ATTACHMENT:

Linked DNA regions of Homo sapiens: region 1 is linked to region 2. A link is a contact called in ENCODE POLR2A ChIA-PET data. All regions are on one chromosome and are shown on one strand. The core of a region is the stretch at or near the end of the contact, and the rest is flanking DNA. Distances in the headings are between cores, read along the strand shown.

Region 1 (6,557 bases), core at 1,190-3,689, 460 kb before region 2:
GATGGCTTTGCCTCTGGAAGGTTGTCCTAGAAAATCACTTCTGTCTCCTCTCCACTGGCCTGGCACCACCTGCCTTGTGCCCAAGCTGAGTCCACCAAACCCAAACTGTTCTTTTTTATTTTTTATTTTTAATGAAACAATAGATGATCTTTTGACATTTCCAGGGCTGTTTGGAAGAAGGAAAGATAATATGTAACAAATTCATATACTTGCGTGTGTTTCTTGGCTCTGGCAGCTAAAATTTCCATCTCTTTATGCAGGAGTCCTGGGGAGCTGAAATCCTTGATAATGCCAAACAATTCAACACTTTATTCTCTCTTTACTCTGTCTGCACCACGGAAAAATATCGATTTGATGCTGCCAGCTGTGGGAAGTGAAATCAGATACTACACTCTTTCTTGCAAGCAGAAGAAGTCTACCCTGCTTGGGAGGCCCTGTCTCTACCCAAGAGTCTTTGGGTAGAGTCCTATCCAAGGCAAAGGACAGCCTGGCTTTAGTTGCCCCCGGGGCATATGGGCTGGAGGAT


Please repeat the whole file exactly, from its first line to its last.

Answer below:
Linked DNA regions of Homo sapiens: region 1 is linked to region 2. A link is a contact called in ENCODE POLR2A ChIA-PET data. All regions are on one chromosome and are shown on one strand. The core of a region is the stretch at or near the end of the contact, and the rest is flanking DNA. Distances in the headings are between cores, read along the strand shown.

Region 1 (6,557 bases), core at 1,190-3,689, 460 kb before region 2:
GATGGCTTTGCCTCTGGAAGGTTGTCCTAGAAAATCACTTCTGTCTCCTCTCCACTGGCCTGGCACCACCTGCCTTGTGCCCAAGCTGAGTCCACCAAACCCAAACTGTTCTTTTTTATTTTTTATTTTTAATGAAACAATAGATGATCTTTTGACATTTCCAGGGCTGTTTGGAAGAAGGAAAGATAATATGTAACAAATTCATATACTTGCGTGTGTTTCTTGGCTCTGGCAGCTAAAATTTCCATCTCTTTATGCAGGAGTCCTGGGGAGCTGAAATCCTTGATAATGCCAAACAATTCAACACTTTATTCTCTCTTTACTCTGTCTGCACCACGGAAAAATATCGATTTGATGCTGCCAGCTGTGGGAAGTGAAATCAGATACTACACTCTTTCTTGCAAGCAGAAGAAGTCTACCCTGCTTGGGAGGCCCTGTCTCTACCCAAGAGTCTTTGGGTAGAGTCCTATCCAAGGCAAAGGACAGCCTGGCTTTAGTTGCCCCCGGGGCATATGGGCTGGAGGAT